Children's use of multiple categorisations in practice in a multicultural setting.
Little is known about whether and how children combine categories of race, ethnicity, language and religion in multicultural settings where more than one of these dimensions is salient. Ethnographic data from a multicultural London primary school found that children usually organised multiple categories congruently (e.g. 'If you're Indian you are Sikh'), despite strong opposition from teachers. This congruent organisation may originate in an undifferentiated experience of categories in the family, and/or represent the best 'fit' with a local population in which categories were correlated. Children used congruent organisation to infer peers' group membership, which may amplify intergroup contrasts.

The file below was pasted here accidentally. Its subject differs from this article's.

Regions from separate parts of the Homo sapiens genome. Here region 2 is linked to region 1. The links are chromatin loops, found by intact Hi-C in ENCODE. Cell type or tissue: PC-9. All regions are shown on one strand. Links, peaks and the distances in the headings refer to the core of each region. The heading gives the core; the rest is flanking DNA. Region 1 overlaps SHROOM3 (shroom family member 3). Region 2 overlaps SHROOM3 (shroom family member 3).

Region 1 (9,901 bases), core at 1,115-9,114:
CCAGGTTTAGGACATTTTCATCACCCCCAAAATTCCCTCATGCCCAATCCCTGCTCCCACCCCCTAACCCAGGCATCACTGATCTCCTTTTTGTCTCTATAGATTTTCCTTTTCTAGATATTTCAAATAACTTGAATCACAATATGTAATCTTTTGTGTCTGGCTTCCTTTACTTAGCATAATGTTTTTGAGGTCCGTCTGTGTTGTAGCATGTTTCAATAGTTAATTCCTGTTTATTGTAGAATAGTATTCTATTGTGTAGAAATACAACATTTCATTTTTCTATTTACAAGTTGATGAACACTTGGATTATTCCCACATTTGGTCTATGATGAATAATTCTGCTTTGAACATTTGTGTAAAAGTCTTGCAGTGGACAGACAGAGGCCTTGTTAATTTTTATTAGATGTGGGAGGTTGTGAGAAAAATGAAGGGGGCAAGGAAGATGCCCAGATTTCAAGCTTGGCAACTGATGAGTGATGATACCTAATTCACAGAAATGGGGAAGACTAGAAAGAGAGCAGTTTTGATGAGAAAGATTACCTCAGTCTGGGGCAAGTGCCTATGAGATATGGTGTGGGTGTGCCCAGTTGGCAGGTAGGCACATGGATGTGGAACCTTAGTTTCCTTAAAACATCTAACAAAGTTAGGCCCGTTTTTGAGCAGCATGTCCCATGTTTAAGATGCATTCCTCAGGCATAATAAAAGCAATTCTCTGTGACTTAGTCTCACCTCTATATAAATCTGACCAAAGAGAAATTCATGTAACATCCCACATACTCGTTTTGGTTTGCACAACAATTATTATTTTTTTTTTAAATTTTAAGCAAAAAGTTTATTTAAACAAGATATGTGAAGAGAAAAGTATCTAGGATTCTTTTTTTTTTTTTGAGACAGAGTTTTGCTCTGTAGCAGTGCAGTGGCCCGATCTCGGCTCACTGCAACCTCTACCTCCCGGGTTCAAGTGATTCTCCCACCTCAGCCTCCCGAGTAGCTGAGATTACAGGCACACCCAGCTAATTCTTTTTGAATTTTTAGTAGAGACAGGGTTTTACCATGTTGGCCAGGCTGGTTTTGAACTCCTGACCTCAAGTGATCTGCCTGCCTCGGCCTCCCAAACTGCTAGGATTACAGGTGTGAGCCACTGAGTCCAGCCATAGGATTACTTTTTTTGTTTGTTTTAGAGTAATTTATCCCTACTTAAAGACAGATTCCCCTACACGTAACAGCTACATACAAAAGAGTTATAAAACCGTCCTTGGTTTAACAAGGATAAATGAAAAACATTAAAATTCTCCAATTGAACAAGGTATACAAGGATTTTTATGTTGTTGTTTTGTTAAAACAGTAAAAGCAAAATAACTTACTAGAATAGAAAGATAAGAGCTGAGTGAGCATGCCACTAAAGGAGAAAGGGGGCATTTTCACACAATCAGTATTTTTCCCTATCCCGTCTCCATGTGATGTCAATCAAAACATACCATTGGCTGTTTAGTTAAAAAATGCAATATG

|Journal Article Type||Article|
|Publication Date||Sep 30, 2018|
|Journal||Children and society|
|Publisher||Wiley Open Access|
|Peer Reviewed||Peer Reviewed|
|Institution Citation||WOODS, R. 2018. Children's use of multiple categorisations in practice in a multicultural setting. Children and society, [online], 32(5), pages 357-367. Available from: https://doi.org/10.1111/chso.12254|
|Keywords||Children; Multiculturalism; Multiple categorisation; Ethnicity; Religion|
WOODS 2018 Children's use of multiple categorisations